Piano by number for children's piano lessons

 

 

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Teaching, Guiding, Playing, Friendship? What Sort of Piano Teacher Are You?

 

 

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Start with numbers, then read music

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TEACHING, GUIDING, PLAYING, OR FRIENDSHIP? WHAT SORT OF PIANO TEACHER ARE YOU?

These are the four levels of teaching piano:

TEACHING: Think of it as the old fashioned "do-what-I say" method. There's not much leeway for the student, and the curriculum is the ancient one: read music or die.

GUIDING: To guide a student, you must have a goal, and that first goal should getting the child to like and then love the piano. Curriculum is secondary, attitude is more important.

PLAYING: When musicians play together, there is a sense of give and take. Judgment is suspended for the sake of pleasure. 

FRIENDSHIP: Have you ever seen one child show another how to do something? There is a sense of cooperation that hardly exists elsewhere.

There are elements of each of the above in a healthy piano teaching curriculum. Blending them depends on the age and interests of the student.

In a music conservatory, one accepts the teaching of the master, and hangs on every highly paid word. But don't expect a child to understand that.

Eventually the student becomes a friend of the master, and the relationship becomes more equal, with two "students" examining a mutual problem.

Conventional children's piano teaching recognizes only the "teach" approach, anything else being heresy, fuzzy thinking and lowering the bar.

But anyone experienced with children knows that the "teach" approach works only as long as you have the child's enthusiasm. When you lose the initial enthusiasm, piano lessons becomes drudgery for the child, and the piano teacher is relegated to the uninspiring role of taskmaster. The piano teacher, equipped only with "teach" tools, loses hold of the thread of the child's interest, and the lessons disintegrate. This failure scenario is all but inevitable with the single "teach" approach. 

On the other hand, the child's piano guide assumes that interest will ebb and flow and that it is pointless to proceed without the child's wholehearted interest. The guide has to be willing to set out a problem, disguised as a game, a million times, never letting on that the child has failed or not lived up to "expectations."

In other words, I don't care how many times it takes you to learn the fingering to Fur Elise, as long as I can get you to keep trying. I have seen too many kids "get it" on try number 1,000,001 to stop. But if you let them taste failure and your sour reaction to it on those million tries, you have created a child who will always hate Fur Elise and probably the piano.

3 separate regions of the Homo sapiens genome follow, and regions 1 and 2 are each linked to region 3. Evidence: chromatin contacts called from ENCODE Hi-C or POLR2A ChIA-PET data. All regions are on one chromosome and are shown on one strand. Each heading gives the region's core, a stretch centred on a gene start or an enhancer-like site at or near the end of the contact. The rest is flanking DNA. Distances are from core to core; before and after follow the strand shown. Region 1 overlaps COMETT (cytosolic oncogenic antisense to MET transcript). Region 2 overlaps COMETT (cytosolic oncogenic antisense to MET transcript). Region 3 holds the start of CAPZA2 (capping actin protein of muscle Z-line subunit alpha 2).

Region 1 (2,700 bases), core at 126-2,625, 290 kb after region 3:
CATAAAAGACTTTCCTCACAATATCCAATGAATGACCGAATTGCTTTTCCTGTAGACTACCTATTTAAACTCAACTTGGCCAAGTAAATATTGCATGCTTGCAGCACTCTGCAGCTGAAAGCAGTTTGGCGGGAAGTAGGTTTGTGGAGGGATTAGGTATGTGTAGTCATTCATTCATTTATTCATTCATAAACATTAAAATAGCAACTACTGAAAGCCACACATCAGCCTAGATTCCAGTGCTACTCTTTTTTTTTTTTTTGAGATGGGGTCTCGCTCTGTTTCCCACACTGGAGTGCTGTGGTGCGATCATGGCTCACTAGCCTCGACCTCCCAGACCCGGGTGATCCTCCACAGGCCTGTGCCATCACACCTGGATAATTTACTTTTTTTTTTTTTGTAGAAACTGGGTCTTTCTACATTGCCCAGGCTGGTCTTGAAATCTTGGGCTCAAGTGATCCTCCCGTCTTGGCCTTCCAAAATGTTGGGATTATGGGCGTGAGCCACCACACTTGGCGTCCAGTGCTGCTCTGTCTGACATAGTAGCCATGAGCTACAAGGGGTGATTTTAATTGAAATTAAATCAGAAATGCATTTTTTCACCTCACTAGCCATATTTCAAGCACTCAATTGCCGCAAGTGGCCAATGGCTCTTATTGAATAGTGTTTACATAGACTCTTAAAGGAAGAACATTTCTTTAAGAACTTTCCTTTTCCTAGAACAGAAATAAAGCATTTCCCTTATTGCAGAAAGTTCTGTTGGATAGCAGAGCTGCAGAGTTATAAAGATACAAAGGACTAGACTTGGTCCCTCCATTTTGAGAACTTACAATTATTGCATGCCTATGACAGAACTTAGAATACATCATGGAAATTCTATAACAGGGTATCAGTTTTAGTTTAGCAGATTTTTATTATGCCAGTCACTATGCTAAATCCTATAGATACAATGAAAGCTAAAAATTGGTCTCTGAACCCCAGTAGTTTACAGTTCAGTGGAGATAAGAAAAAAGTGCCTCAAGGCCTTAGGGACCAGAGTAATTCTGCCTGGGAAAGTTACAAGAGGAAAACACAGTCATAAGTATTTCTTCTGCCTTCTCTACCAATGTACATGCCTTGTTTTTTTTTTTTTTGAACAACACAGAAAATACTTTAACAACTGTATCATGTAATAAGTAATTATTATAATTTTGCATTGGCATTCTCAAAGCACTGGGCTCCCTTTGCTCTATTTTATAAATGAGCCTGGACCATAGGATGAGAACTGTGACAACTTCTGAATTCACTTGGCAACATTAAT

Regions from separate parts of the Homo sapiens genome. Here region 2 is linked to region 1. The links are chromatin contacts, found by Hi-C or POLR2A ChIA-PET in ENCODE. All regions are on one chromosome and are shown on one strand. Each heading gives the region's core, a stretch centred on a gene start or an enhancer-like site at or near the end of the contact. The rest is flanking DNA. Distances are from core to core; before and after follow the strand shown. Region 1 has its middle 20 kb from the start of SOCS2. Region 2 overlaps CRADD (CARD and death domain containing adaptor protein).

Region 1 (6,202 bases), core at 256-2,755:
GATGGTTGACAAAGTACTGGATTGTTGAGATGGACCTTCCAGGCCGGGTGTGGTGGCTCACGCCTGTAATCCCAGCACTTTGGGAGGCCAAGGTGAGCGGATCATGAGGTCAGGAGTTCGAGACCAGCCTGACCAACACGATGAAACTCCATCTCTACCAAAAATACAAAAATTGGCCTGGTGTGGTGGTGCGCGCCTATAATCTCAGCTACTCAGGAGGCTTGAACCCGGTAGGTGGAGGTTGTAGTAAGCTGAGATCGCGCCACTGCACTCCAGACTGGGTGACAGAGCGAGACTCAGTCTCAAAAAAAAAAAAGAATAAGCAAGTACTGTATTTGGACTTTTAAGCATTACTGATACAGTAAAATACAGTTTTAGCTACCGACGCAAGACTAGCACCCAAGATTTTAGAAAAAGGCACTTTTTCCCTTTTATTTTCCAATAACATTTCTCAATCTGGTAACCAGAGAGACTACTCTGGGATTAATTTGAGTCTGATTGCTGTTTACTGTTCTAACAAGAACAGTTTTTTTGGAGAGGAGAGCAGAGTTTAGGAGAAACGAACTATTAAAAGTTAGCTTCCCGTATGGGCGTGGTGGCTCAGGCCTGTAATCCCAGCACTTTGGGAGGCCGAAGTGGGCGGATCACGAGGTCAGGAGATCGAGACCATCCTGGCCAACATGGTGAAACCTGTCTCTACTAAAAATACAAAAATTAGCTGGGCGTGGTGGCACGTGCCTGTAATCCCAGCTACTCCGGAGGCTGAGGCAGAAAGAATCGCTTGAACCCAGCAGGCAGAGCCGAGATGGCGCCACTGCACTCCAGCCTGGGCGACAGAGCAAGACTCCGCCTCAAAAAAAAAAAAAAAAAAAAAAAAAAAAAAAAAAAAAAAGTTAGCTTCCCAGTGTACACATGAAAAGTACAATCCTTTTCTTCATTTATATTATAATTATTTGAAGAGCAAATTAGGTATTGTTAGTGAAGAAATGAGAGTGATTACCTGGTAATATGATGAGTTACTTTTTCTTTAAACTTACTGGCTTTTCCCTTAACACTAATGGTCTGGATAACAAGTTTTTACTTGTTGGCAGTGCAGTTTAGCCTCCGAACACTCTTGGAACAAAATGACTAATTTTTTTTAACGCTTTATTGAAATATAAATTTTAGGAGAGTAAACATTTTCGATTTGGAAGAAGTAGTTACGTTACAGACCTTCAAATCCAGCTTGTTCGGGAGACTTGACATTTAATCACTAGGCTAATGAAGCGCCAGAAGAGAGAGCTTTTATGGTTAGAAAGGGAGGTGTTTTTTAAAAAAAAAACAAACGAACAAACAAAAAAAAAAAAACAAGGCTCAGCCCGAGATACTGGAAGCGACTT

This process of setting forth a problem and then seeming not to care if the child has mastered it is but a ruse. Slowly the child will realize, "Oh, he wants me to put my finger HERE!" If you, instead, make the child feel, hundreds of times, a failure at a task you have clearly defined, you are defeating the process. Let the child discover the problem by themselves, with your guidance and assistance, but NEVER your obvious negative judgment.

The first goal is to get the child to play without judging themselves. The teacher can only appreciate and approve. The least praise I give is to say, "That's an interesting fingering, all thumbs, hm, do you have other fingers available today, just asking?"

To the child, it would appear that their mistakes are amusing and interesting for the teacher, never bad, stupid, slow and a result of not practicing. Use humor, never negativity.

A piano guide cleverly sets out the problem without announcing it as a mountain to be climbed. And then every time they fail, scoop them up, laugh and either go on to something else or come back to the problem later.

Of course they're going to fail: your job is to get them to try again and again. Failure is utterly irrelevant. Stop seeing only their failure. Hone their attempt.

Simply put, if a child quits, their piano teacher's manner has taught them how to be a failure. I can make ANY child a pianist with enough patience and humor. 

Failure is always the piano teacher's fault.

Failure means you can't make music enjoyable to a child. And if that is true, you shouldn't be teaching piano at all.

By John Aschenbrenner Copyright 2011 Walden Pond Press All Rights Reserved

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TOPICS OF INTEREST TO PARENTS:

"What is a good age to start piano lessons?"

"What are the benefits of playing piano for my child?"

"How can I help my child read sheet music at the piano?"

Piano Lessons: A Child's Point of View

Visit the WALDEN POND PRESS ARCHIVES and read articles about children and piano

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THE COMPLETE BOOK PACKAGE: 

1. 107 page illustrated THE CHRISTMAS CAROL KIT Book with 44 songs, Play Along Audio CD, and removable stickers   

2. 120 page illustrated PIANO IS EASY Book with 50 songs, Play Along Audio CD, and removable stickers 

3. 50 page I CAN READ MUSIC Book 

4. 132 page TEACH YOURSELF PIANO STEP BY STEP Book, 56 minute DVD Video and removable stickers 

5. 141 page THE BIG BOOK OF SONGS BY NUMBER Book with 130 songs, and removable stickers 

6. 88 page EASY CLASSICAL PIANO BY NUMBER Book with 10 songs, and removable stickers, and 29 minute Play Along Audio CD 

6 BOOKS, DVD AND 3 PLAY ALONG AUDIO CDS 

Our BOOK PACKAGE price: $89.95Click here to order THE COMPLETE PIANO PACKAGE

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